Florence Oppenheimer: The Jewish Florence Nightingale

Florence Oppenheimer was born in North London in 1882. Her parents were Alexander Oppenheimer and Eliza Pool. Florence had seven siblings; Cicilia, Rozalie, Eva, Violet, Michel, Beatrice and Eric Bernard.

Florence attended Lady Holles School in Middlesex, and also attended boarding school for a year. It is said Florence always wanted to be a nurse, but her father was opposed to women nursing men or working in general.

When she reached the age of 29, Florence began to grow concerned she would soon be too old to undergo training to be a nurse. Florence’s brother was successful in persuading their father to let Florence train.

Image of Florence Oppenheimer during circa 1911 – sourced from The Jewish Chronicle

Florence began her training at the Royal Sussex County Hospital in Brighton in 1911. By the start of the First World War, Florence was almost a qualified nurse, with just her final exams left to complete.

In the First World War, Florence worked on hospital ships around the Mediterranean. She aided wounded soldiers in the Gallipoli campaign, in Egypt and in Palestine.

Florence documented her experiences in her diary. Initially, she wrote daily but this soon became more infrequent. The diaries are held by the Jewish Museum in London. The diary pages and transcripts of the text can be viewed here.

She recounts her journey, from her home in London to Davenport where the ship awaited her. She discusses her experiences which include the conditions on the ship, the dangers of German submarines, the regular evacuation drills and how she spent ‘lazy days.’

Diary page. Source: https://sarahfairhurstjmm.files.wordpress.com/2014/01/diary-of-florence-oppenheimer_005.jpg

Florence even recounts her interactions with soldiers. On July 26th 1915 she wrote

‘It is a good thing that this voyage isn’t going to last much longer. The very atmosphere makes people very sentimental. What with moonlight nights and nothing to occupy one, even staid and steady men seem to go a little bit mad. After chatting for a couple of days to an apparently quite serious Doctor he was foolish enough to propose to me this afternoon. I wanted to laugh at him, however he really seemed in earnest, so I thought the best way out of the difficulty was to tell him my religion, in any case that hurt his feelings least. I cannot think what made him do it. I certainly had not encouraged him at all. He is a Roman Catholic. His name is Brenner and he comes from Newcastle, Ah me: it is a funny world.’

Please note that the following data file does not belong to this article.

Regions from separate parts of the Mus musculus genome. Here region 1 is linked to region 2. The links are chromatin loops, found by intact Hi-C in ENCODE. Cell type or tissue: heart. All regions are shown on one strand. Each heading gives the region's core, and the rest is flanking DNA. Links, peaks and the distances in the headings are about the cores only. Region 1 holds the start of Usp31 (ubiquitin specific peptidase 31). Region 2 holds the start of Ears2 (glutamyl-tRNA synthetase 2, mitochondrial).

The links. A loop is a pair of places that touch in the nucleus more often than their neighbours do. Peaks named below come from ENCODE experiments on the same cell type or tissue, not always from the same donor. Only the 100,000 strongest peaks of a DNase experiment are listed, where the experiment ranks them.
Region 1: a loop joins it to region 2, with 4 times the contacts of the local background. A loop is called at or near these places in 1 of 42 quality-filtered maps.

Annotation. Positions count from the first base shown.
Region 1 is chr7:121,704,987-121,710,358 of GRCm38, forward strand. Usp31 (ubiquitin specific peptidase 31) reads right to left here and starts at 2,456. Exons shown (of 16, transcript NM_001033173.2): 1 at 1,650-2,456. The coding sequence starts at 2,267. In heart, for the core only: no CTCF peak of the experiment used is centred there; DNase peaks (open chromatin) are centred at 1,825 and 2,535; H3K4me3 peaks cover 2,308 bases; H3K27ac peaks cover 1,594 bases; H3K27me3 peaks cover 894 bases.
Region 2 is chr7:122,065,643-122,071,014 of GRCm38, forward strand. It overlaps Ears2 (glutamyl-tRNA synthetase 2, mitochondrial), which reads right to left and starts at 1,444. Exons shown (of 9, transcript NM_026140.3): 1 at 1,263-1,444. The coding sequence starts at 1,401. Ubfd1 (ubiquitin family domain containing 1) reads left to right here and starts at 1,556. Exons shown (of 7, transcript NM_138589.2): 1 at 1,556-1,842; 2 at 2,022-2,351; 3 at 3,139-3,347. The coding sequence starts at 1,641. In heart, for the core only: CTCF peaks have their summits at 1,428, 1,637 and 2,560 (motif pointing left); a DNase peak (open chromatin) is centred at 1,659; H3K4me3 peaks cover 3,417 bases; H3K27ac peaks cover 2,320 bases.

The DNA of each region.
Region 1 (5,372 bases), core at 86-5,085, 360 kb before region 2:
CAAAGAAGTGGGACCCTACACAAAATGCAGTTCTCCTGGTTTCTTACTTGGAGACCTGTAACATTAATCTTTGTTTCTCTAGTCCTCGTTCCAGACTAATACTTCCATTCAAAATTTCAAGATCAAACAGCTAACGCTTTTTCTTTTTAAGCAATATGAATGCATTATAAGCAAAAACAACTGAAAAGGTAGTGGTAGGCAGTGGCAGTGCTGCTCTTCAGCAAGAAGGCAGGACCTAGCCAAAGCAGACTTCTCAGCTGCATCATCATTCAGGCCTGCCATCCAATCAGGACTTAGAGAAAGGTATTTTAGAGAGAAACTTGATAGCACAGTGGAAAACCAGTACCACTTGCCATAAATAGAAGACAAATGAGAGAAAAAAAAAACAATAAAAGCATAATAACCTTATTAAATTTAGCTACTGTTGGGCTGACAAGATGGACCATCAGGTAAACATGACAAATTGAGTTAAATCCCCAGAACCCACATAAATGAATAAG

Florence’s contributions were recognised and she was ‘mentioned in dispatches.’ This means her name appeared in an official report written by a superior officer which is then sent to the high command. This is often for gallant action. Florence was further recognised as she received Meritorious Service Medals and Territorial Force Efficiency Medals.

Nurse Florence Oppenheimer letter of congratulations from Royal Sussex Hospital, Brighton 1916. Copyright Jewish Museum.

This resource from the Jewish Military Museum about Florence Oppenheimer shows some of her diaries and has a short film about her. 

After the end of the First World War, Florence signed on to continue working as a nurse for a further six months. Subsequently, she was posted to Palestine. There is more information on Florence to be found through the Jewish Museum and the We Were There Too project.

In 1919, Florence returned to Britain and married the much older Leopold Greenberg at the West London Synagogue. Leopold was a significant figure in the Jewish community at the time as he was the editor of The Jewish World and later the Jewish Chronicle.

It is said that “Under Greenberg’s close editorial guidance, the Anglo-Jewish weeklies thus helped to reinforce the resolutely anti-German climate that prevailed in Britain during the war years and contributed to the wider press interpretation of the war as a great clash between good and evil.”

The Jewish Experience of the First World War. Editors: Madigan, Edward, Reuveni, Gideon (Eds.) 2019 p. 323

Florence began to write a cookery column in the Jewish Chronicle in 1920. This column remained a fixture until 1962 and Florence became an authority in the world of cookery. She published ‘Florence Greenberg’s Jewish Cookery Book’ in 1934.

This book was immensely popular. It became a necessity in every Jewish kitchen, and was the ubiquitous wedding present. This book can still be purchased, and multiple editions have been released.

Florence lived until 1980 having positively impacted the lives of many.